‘A Guilty Thing Surprised’ is the 5th Novel in Ruth Rendell’s Inspector Wexford series. It was first published in 1970, so as with many of the other early Ruth Rendell novels it has a certain old-world charm.
Quentin and Elizabeth Nightingale seem like the perfect couple. Rich, beautiful and waited on. Then Elizabeth is found in the forest brutally murdered. So, Reg Wexford and his assistant Mike Burden begin their investigation of her death and quickly discover that life for the Nightingales wasn’t as rosy as it appeared to be.
Elizabeth and Quentin lived fairly separate lives and there was a lot that they didn’t know about each other. There is quickly a list of suspects for Elizabeth’s murder, starting with the husband, but also including Elizabeth’s brother Denys Villiers (with whom she regularly fought) his wife Georgina (who Elizabeth condescended to), the gardener and aspiring pop star Sean Lovery, and the sexually over-active Dutch au-pair Katje who seems a bit too interested in Quentin and his money. But did any of them have enough of a motive to bash her head in with a blunt object.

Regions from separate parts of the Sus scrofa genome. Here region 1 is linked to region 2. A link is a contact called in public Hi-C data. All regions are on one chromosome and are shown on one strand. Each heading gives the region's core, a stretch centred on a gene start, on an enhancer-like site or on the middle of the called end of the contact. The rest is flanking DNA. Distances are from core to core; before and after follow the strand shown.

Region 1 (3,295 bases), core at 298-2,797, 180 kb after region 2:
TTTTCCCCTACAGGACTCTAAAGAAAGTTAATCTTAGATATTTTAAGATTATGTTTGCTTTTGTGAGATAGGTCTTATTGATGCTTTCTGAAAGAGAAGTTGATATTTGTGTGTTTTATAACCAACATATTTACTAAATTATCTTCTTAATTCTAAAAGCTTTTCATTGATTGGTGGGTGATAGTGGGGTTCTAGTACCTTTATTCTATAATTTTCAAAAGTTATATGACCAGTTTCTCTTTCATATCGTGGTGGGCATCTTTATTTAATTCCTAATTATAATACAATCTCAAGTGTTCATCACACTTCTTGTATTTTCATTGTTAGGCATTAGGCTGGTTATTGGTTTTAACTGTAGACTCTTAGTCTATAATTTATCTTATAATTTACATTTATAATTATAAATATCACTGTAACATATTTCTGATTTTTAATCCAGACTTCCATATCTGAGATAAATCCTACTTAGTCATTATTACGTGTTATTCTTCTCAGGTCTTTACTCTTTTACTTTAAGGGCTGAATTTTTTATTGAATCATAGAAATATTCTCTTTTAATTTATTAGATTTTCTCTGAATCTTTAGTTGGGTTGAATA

The investigation mostly involves interviews with the suspects, the household and Wexford’s rich and idle friend – Marriott (who knows lots of the gossip of the wealthy). The differences between Wexford and Burden are highlighted with Burden being extremely conservative and Wexford regularly imagining being younger, richer and more carefree before being pulled back to the serious job of policing.
As with other books in the series, Wexford manages to solve the crime by a combination of a very obscure clue and a bit of night-time inspiration.
The end of the story is a bit shocking (pretty normal for Ruth Rendell) and would probably have been considered even more so when the book was first published.
The more Wexford books I read, the more I enjoy the man, and I’m looking forward to the next in the series – ‘No More Dying Then’.
Book Published 1970